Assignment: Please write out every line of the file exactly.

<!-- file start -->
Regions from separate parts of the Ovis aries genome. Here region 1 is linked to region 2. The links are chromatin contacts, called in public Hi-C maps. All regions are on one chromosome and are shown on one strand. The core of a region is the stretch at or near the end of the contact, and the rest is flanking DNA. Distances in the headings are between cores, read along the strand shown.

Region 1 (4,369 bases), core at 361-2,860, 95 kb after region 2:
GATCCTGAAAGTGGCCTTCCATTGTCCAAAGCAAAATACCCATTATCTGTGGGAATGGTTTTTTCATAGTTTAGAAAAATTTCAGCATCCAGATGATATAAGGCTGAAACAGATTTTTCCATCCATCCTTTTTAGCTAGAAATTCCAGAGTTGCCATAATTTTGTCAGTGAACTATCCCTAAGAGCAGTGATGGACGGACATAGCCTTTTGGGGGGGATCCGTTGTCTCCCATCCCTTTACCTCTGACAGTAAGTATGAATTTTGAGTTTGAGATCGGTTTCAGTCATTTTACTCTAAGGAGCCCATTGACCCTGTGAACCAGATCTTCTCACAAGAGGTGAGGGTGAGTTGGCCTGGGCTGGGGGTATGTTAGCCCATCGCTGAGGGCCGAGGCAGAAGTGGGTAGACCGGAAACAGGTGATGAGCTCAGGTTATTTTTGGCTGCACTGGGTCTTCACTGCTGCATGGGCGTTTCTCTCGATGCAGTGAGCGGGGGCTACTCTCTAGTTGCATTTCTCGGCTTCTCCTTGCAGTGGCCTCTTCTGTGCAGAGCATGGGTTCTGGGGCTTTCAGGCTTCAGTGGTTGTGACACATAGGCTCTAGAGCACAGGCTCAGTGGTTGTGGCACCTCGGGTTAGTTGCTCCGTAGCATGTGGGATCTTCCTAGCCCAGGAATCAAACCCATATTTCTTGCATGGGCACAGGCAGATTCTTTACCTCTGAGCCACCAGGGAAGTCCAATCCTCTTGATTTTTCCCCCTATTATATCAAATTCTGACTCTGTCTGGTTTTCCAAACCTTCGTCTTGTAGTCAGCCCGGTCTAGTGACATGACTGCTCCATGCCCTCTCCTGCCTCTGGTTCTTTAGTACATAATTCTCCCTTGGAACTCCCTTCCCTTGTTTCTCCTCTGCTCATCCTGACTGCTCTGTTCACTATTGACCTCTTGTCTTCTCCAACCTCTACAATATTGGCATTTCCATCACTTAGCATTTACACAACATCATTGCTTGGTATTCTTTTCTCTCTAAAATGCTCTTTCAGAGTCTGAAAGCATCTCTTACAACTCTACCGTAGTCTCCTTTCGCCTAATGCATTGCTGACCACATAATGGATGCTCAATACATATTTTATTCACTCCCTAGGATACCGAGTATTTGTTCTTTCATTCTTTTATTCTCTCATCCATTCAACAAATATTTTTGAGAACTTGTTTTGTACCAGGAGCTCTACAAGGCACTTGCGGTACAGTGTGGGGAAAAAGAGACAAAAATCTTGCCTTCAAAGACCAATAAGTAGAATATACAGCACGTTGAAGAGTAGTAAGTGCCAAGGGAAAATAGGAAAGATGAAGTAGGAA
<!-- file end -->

Regions from separate parts of the Ovis aries genome. Here region 1 is linked to region 2. The links are chromatin contacts, called in public Hi-C maps. All regions are on one chromosome and are shown on one strand. The core of a region is the stretch at or near the end of the contact, and the rest is flanking DNA. Distances in the headings are between cores, read along the strand shown.

Region 1 (4,369 bases), core at 361-2,860, 95 kb after region 2:
GATCCTGAAAGTGGCCTTCCATTGTCCAAAGCAAAATACCCATTATCTGTGGGAATGGTTTTTTCATAGTTTAGAAAAATTTCAGCATCCAGATGATATAAGGCTGAAACAGATTTTTCCATCCATCCTTTTTAGCTAGAAATTCCAGAGTTGCCATAATTTTGTCAGTGAACTATCCCTAAGAGCAGTGATGGACGGACATAGCCTTTTGGGGGGGATCCGTTGTCTCCCATCCCTTTACCTCTGACAGTAAGTATGAATTTTGAGTTTGAGATCGGTTTCAGTCATTTTACTCTAAGGAGCCCATTGACCCTGTGAACCAGATCTTCTCACAAGAGGTGAGGGTGAGTTGGCCTGGGCTGGGGGTATGTTAGCCCATCGCTGAGGGCCGAGGCAGAAGTGGGTAGACCGGAAACAGGTGATGAGCTCAGGTTATTTTTGGCTGCACTGGGTCTTCACTGCTGCATGGGCGTTTCTCTCGATGCAGTGAGCGGGGGCTACTCTCTAGTTGCATTTCTCGGCTTCTCCTTGCAGTGGCCTCTTCTGTGCAGAGCATGGGTTCTGGGGCTTTCAGGCTTCAGTGGTTGTGACACATAGGCTCTAGAGCACAGGCTCAGTGGTTGTGGCACCTCGGGTTAGTTGCTCCGTAGCATGTGGGATCTTCCTAGCCCAGGAATCAAACCCATATTTCTTGCATGGGCACAGGCAGATTCTTTACCTCTGAGCCACCAGGGAAGTCCAATCCTCTTGATTTTTCCCCCTATTATATCAAATTCTGACTCTGTCTGGTTTTCCAAACCTTCGTCTTGTAGTCAGCCCGGTCTAGTGACATGACTGCTCCATGCCCTCTCCTGCCTCTGGTTCTTTAGTACATAATTCTCCCTTGGAACTCCCTTCCCTTGTTTCTCCTCTGCTCATCCTGACTGCTCTGTTCACTATTGACCTCTTGTCTTCTCCAACCTCTACAATATTGGCATTTCCATCACTTAGCATTTACACAACATCATTGCTTGGTATTCTTTTCTCTCTAAAATGCTCTTTCAGAGTCTGAAAGCATCTCTTACAACTCTACCGTAGTCTCCTTTCGCCTAATGCATTGCTGACCACATAATGGATGCTCAATACATATTTTATTCACTCCCTAGGATACCGAGTATTTGTTCTTTCATTCTTTTATTCTCTCATCCATTCAACAAATATTTTTGAGAACTTGTTTTGTACCAGGAGCTCTACAAGGCACTTGCGGTACAGTGTGGGGAAAAAGAGACAAAAATCTTGCCTTCAAAGACCAATAAGTAGAATATACAGCACGTTGAAGAGTAGTAAGTGCCAAGGGAAAATAGGAAAGATGAAGTAGGAA